The general ordinance requirements, while not as restrictive as those in many similar municipalities, nonetheless realistically allow only homes within the financial reach of persons of at least middle income. The R-1 zone requires a minimum lot area of 9,375 square feet, minimum lot width of 75 feet at the building line, and a minimum dwelling floor area of 1,100 square feet if a one-story building and 1,300 square feet if one and one-half stories or higher. Originally this zone comprised about 2,500 acres. Most of the subdivisions have been constructed within it so that only a few hundred acres remain (the testimony was at variance as to the exact amount). The R-2 zone, comprising a single district of 141 acres in the northeasterly corner, has been completely developed. While it only required a minimum floor area of 900 square feet for a one-story dwelling, the minimum lot size was 11,000 square feet; otherwise the requisites were the same as in the R-1 zone.

The general ordinance places the remainder of the township, outside of the industrial and commercial zones and the R-1D district (to be mentioned shortly), in the R-3 zone. This zone comprises over 7,000 acres -- slightly more than half of the total municipal area -- practically all of which is located in the central part of the township extending southeasterly to the apex of the triangle. The testimony was that about 4,600 acres of it then remained available for housing development. Ordinance requirements are substantially higher, however, in that the minimum lot size is increased to about one-half acre (20,000 square feet). (We understand that sewer and water utilities have not generally been installed, but, of course, they can be.) Lot width at the building line must be 100 feet. Minimum dwelling floor area is as in the R-1 zone. Presently this section is primarily in agricultural use; it contains as well most of the municipality's substandard housing.

The R-1D district was created by ordinance amendment in 1968. The area is composed of a piece of what was formerly R-3 land in the western part of that zone. The district is a so-called "cluster" zone. See generally 2 Williams, American Planning Law: Land Use and the Police Power, §§ 47.01-47.05 (1974). That writer defines the concept as follows:

Here this concept is implemented by reduction of the minimum lot area from 20,000 square feet required in the R-3 zone to 10,000 square feet (12,000 square feet for corner lots) but with the proviso that one-family houses -- the single permitted dwelling use -- "shall not be erected in excess of an allowable development density of 2.25 dwelling units per gross acre." The minimum lot width at the building line must be 80 feet and the minimum dwelling floor area is the same as in the R-3 zone. The amendment further provides that the developer must set aside and dedicate to the municipality a minimum of 15% and a maximum of 25% of the total acreage for such public uses as may be required by the Planning Board, including "but not limited to school sites, parks, playgrounds, recreation areas, public buildings, public utilities." Some dwelling development has taken place in this district, the exact extent of which is not disclosed by the record. It is apparent that the dwellings are comparable in character and value to those in the other residential zones. The testimony was that 486 acres remained available in the district.*fn4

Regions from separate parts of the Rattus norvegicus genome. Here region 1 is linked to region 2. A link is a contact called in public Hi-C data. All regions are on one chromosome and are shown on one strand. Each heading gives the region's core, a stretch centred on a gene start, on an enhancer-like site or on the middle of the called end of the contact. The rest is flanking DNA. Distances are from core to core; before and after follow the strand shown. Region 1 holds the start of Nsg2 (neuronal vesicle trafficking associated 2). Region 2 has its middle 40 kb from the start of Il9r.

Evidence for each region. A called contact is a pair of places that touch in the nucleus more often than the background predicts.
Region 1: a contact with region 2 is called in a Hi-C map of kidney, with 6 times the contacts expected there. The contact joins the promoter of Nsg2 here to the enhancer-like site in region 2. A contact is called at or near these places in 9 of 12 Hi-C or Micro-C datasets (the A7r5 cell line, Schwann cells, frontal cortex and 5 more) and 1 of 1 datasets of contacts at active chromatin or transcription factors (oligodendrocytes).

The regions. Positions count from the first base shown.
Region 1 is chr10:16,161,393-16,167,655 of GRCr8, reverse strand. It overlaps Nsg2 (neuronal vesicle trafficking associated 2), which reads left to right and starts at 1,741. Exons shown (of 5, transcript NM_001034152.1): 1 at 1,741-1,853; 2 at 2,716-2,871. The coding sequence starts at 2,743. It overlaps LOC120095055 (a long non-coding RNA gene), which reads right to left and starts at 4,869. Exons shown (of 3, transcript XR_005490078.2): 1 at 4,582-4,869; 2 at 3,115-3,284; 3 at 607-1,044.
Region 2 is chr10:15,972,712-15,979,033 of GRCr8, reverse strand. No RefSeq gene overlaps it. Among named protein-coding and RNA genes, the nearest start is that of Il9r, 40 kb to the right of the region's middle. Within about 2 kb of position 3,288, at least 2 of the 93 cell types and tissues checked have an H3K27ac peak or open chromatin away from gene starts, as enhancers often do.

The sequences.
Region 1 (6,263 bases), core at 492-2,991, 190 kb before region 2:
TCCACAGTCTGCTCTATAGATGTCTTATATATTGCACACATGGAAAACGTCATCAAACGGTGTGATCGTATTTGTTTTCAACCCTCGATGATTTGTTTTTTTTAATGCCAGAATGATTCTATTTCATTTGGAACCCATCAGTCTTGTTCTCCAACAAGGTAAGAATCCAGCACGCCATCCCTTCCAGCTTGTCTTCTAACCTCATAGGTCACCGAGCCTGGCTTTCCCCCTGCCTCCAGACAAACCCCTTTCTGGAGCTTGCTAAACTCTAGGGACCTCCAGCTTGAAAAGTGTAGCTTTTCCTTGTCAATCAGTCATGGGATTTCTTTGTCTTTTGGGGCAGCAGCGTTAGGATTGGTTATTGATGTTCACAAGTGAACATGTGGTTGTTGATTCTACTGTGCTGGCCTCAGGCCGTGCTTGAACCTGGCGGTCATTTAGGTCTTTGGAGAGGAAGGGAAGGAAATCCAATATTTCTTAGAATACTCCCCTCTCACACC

A variation from conventional development has recently occurred in some parts of Mount Laurel, as in a number of other similar municipalities, by use of the land use regulation device known as "planned unit development" (PUD). This scheme differs from the traditional in that the type, density and placement of land uses and buildings, instead of being detailed and confined to specified districts by local legislation in advance, is determined by contract, or "deal," as to each development between the developer and the municipal administrative authority, under broad guidelines laid down by state enabling legislation and an implementing local ordinance. The stress is on regulation of density and permitted mixture of uses within the same area, including various kinds of living accommodations with or without commercial and industrial enterprises. The idea may be basically thought of as the creation of "new towns" in virgin territory, full-blown or in miniature, although most frequently the concept has been limited in practice, as in Mount Laurel, to residential developments of various sizes having some variety of housing and perhaps some retail establishments to serve the inhabitants. See generally, 2 Williams, supra, §§ 48.01 to 48.12; cf. Cheney v. Village 2 at New Hope, Inc., 429 Pa. 626, 241 A. 2 d 81, 82-83 (1968).

New Jersey passed such enabling legislation in 1967 (L. 1967, c. 61, amended c. 286, N.J.S.A. 40:55-54, et seq.), which closely follows a model act found in 114 U. Pa. L. Rev. 140 (1965), and Mount Laurel adopted the implementing enactment as a supplement to its general zoning ordinance in December of that year. While the ordinance was repealed early in 1971, the township governing body in the interim had approved four PUD projects, which were specifically saved from extinction by the repealer.*fn5

These projects, three in the southwesterly sector and one in the northeasterly sector, are very substantial and involve at least 10,000 sale and rental housing units of various types to be erected over a period of years. Their bounds were created by agreement rather than legislative specification on the zoning map, invading industrial, R-1, R-1D, R-3 and even flood plain zones. If completed as planned, they will in themselves ultimately quadruple the 1970 township population, but still leave a good part of the township undeveloped. (The record does not indicate how far development in each of the projects has progressed.) While multi-family housing in the form of rental garden, medium rise and high rise apartments and attached townhouses is for the first time provided for, as well as single-family detached dwellings for sale, it is not designed to accommodate and is beyond the financial reach of low and moderate income families, especially those with young children. The aim is quite the contrary; as with the single-family homes in the older conventional subdivisions, only persons of medium and upper income are sought as residents.